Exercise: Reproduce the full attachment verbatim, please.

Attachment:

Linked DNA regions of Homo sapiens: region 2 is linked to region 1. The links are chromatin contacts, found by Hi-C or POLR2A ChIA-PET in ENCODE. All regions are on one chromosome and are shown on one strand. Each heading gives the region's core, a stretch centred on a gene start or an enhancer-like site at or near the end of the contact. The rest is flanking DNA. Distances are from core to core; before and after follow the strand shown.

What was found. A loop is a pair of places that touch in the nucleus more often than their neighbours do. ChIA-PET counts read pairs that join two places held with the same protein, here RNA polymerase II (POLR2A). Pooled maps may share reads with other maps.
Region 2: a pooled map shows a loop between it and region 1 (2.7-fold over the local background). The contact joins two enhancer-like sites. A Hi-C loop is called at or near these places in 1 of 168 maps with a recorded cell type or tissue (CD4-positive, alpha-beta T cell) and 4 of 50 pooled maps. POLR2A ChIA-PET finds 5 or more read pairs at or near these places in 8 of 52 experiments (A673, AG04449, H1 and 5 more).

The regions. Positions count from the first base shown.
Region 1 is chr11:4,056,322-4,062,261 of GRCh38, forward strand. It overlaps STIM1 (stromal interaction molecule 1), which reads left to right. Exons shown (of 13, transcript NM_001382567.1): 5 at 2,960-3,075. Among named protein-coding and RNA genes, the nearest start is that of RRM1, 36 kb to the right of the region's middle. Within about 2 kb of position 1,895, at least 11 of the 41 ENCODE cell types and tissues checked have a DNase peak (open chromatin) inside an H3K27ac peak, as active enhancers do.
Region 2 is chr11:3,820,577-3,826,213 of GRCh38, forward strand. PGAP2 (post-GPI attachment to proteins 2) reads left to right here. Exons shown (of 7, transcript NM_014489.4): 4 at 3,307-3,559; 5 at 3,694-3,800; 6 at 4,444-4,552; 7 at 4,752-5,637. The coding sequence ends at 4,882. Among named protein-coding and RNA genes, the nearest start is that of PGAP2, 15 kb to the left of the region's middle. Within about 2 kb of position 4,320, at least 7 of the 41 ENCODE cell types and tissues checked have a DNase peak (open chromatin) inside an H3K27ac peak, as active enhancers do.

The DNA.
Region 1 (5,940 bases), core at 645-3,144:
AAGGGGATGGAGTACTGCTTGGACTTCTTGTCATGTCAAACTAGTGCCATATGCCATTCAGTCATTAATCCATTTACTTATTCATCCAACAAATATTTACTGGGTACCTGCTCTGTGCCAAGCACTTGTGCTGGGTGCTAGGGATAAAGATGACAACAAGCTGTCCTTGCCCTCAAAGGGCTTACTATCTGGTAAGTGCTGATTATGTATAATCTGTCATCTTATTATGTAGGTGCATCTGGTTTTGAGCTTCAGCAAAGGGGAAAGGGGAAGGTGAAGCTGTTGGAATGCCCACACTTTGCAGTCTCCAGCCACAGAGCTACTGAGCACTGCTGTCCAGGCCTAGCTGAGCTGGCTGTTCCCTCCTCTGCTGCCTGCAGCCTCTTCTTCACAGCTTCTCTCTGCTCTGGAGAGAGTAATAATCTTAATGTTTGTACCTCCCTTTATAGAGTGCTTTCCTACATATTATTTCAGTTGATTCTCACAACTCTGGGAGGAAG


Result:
Linked DNA regions of Homo sapiens: region 2 is linked to region 1. The links are chromatin contacts, found by Hi-C or POLR2A ChIA-PET in ENCODE. All regions are on one chromosome and are shown on one strand. Each heading gives the region's core, a stretch centred on a gene start or an enhancer-like site at or near the end of the contact. The rest is flanking DNA. Distances are from core to core; before and after follow the strand shown.

What was found. A loop is a pair of places that touch in the nucleus more often than their neighbours do. ChIA-PET counts read pairs that join two places held with the same protein, here RNA polymerase II (POLR2A). Pooled maps may share reads with other maps.
Region 2: a pooled map shows a loop between it and region 1 (2.7-fold over the local background). The contact joins two enhancer-like sites. A Hi-C loop is called at or near these places in 1 of 168 maps with a recorded cell type or tissue (CD4-positive, alpha-beta T cell) and 4 of 50 pooled maps. POLR2A ChIA-PET finds 5 or more read pairs at or near these places in 8 of 52 experiments (A673, AG04449, H1 and 5 more).

The regions. Positions count from the first base shown.
Region 1 is chr11:4,056,322-4,062,261 of GRCh38, forward strand. It overlaps STIM1 (stromal interaction molecule 1), which reads left to right. Exons shown (of 13, transcript NM_001382567.1): 5 at 2,960-3,075. Among named protein-coding and RNA genes, the nearest start is that of RRM1, 36 kb to the right of the region's middle. Within about 2 kb of position 1,895, at least 11 of the 41 ENCODE cell types and tissues checked have a DNase peak (open chromatin) inside an H3K27ac peak, as active enhancers do.
Region 2 is chr11:3,820,577-3,826,213 of GRCh38, forward strand. PGAP2 (post-GPI attachment to proteins 2) reads left to right here. Exons shown (of 7, transcript NM_014489.4): 4 at 3,307-3,559; 5 at 3,694-3,800; 6 at 4,444-4,552; 7 at 4,752-5,637. The coding sequence ends at 4,882. Among named protein-coding and RNA genes, the nearest start is that of PGAP2, 15 kb to the left of the region's middle. Within about 2 kb of position 4,320, at least 7 of the 41 ENCODE cell types and tissues checked have a DNase peak (open chromatin) inside an H3K27ac peak, as active enhancers do.

The DNA.
Region 1 (5,940 bases), core at 645-3,144:
AAGGGGATGGAGTACTGCTTGGACTTCTTGTCATGTCAAACTAGTGCCATATGCCATTCAGTCATTAATCCATTTACTTATTCATCCAACAAATATTTACTGGGTACCTGCTCTGTGCCAAGCACTTGTGCTGGGTGCTAGGGATAAAGATGACAACAAGCTGTCCTTGCCCTCAAAGGGCTTACTATCTGGTAAGTGCTGATTATGTATAATCTGTCATCTTATTATGTAGGTGCATCTGGTTTTGAGCTTCAGCAAAGGGGAAAGGGGAAGGTGAAGCTGTTGGAATGCCCACACTTTGCAGTCTCCAGCCACAGAGCTACTGAGCACTGCTGTCCAGGCCTAGCTGAGCTGGCTGTTCCCTCCTCTGCTGCCTGCAGCCTCTTCTTCACAGCTTCTCTCTGCTCTGGAGAGAGTAATAATCTTAATGTTTGTACCTCCCTTTATAGAGTGCTTTCCTACATATTATTTCAGTTGATTCTCACAACTCTGGGAGGAAG